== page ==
First, there is the valuable caution that the outside does not always match the inside. People can seem happy but be eaten up inside. This is what Nehemiah experienced (read his book) and what many of us deal with in hiding emotional pain. Be careful assuming that everyone with a smile is truly happy inside.
Second, there is the warning that your joy may end. Grief follows, so chasing happy moments cannot be our primary pursuit.
Third, there is the wider application that I hinted at above. When we encounter someone with deep-seated heart pain, it’s very tempting to assume they should just get over it. When we experience it ourselves, we often compound the problem by assuming we should just get over it.
Yet the happiness on the surface has a great deal of difficulty fighting all the way down into the inside. It is far more complex than we give it credit for, and our modern tendency for platitudes over depth does not help.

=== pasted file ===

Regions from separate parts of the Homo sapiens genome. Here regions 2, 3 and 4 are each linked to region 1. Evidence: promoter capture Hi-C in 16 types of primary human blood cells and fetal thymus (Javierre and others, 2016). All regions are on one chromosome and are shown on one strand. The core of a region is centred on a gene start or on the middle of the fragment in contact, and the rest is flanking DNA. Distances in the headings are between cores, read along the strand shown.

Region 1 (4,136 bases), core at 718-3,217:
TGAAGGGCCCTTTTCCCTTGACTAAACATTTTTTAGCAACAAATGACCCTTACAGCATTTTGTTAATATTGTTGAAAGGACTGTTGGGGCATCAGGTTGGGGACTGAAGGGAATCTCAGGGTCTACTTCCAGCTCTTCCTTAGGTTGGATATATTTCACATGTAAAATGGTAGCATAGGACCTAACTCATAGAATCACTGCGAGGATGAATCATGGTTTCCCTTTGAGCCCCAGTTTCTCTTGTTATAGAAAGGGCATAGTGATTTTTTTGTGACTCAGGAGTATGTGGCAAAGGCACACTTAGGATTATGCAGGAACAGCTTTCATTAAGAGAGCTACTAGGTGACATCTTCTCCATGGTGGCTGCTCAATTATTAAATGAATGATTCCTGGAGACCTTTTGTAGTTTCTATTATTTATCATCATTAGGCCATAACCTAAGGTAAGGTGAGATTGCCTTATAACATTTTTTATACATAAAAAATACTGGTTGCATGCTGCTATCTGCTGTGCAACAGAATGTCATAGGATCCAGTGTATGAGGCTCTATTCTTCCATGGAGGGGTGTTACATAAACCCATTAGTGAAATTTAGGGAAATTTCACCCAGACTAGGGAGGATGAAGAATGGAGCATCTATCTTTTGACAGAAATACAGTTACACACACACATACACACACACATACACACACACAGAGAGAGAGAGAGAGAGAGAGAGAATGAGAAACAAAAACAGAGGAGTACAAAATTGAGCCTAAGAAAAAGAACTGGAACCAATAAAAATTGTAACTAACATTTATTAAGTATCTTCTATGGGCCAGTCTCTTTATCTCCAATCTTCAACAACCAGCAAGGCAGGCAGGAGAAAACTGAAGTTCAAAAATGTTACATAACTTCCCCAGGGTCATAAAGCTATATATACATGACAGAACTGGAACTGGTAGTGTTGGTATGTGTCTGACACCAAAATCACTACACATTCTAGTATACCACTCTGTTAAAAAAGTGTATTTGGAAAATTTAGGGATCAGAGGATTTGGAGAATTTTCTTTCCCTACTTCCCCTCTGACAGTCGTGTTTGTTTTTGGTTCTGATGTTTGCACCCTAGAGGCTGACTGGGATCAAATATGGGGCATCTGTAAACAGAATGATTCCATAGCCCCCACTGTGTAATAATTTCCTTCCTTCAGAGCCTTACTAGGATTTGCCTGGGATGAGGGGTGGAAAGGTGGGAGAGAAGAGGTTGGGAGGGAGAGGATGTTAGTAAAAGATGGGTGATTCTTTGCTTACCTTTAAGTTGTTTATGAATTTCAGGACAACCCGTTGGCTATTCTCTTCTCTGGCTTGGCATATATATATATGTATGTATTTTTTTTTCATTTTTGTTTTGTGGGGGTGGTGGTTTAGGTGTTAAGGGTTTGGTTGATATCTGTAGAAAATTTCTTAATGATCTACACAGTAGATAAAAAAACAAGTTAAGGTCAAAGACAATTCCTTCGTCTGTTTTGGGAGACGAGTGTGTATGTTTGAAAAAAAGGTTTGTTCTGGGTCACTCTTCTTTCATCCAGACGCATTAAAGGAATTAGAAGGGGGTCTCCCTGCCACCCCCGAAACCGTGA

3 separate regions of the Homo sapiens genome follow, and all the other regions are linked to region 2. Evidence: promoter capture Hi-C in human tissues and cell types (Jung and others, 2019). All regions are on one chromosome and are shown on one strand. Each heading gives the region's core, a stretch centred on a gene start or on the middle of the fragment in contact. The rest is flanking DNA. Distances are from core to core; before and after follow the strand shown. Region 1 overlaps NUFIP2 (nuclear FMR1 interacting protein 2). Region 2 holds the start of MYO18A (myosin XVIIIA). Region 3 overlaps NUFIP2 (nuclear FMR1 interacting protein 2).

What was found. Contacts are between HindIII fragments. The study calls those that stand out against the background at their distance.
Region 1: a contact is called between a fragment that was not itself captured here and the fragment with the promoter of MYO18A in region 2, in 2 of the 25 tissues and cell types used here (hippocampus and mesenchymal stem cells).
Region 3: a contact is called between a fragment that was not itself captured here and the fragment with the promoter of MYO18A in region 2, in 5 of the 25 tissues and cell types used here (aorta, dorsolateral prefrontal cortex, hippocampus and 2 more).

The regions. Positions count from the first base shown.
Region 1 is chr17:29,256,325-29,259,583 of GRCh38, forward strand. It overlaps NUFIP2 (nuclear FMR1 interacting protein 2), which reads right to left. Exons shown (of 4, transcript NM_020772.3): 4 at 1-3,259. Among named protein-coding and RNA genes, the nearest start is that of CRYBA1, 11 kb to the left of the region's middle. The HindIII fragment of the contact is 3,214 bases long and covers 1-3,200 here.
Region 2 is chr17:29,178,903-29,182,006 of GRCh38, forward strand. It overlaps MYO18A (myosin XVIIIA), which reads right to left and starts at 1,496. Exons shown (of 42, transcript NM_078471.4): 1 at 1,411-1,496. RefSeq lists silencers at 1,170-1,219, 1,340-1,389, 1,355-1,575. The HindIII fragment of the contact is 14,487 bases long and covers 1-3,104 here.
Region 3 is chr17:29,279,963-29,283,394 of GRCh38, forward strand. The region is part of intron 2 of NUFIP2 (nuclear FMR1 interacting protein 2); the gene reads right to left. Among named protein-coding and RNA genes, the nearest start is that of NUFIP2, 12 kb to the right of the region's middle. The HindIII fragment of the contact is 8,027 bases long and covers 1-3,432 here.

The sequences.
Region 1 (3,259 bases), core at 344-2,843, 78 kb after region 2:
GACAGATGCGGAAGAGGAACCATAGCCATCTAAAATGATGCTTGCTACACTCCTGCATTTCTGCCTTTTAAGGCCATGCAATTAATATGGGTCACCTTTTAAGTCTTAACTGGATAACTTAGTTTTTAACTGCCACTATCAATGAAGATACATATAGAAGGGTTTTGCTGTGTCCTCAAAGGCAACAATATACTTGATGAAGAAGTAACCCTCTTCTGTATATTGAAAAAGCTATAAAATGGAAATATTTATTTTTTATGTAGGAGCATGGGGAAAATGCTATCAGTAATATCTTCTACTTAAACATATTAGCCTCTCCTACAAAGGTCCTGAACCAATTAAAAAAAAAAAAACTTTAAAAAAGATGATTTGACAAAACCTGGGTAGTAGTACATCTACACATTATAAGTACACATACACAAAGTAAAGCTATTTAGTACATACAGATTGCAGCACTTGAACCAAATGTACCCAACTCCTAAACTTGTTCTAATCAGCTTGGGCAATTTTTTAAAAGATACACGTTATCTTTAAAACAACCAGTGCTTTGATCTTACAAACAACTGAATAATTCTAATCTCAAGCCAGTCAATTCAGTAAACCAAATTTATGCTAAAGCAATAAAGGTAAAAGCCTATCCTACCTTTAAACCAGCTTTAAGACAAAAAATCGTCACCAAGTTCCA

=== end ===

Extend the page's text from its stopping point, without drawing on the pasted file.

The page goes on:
It is important that we learn to fix our hearts on God and not our feelings. This is why some of the most dangerous advice in the world is to “follow your heart,” for your heart cannot even be trusted to match your face. Your heart may lead you astray if you let it roam undirected.
Fill your heart with the things of God, and then follow it when it is right on those. Otherwise, you won’t know if you are rightly laughing or hiding pain too deep to share.
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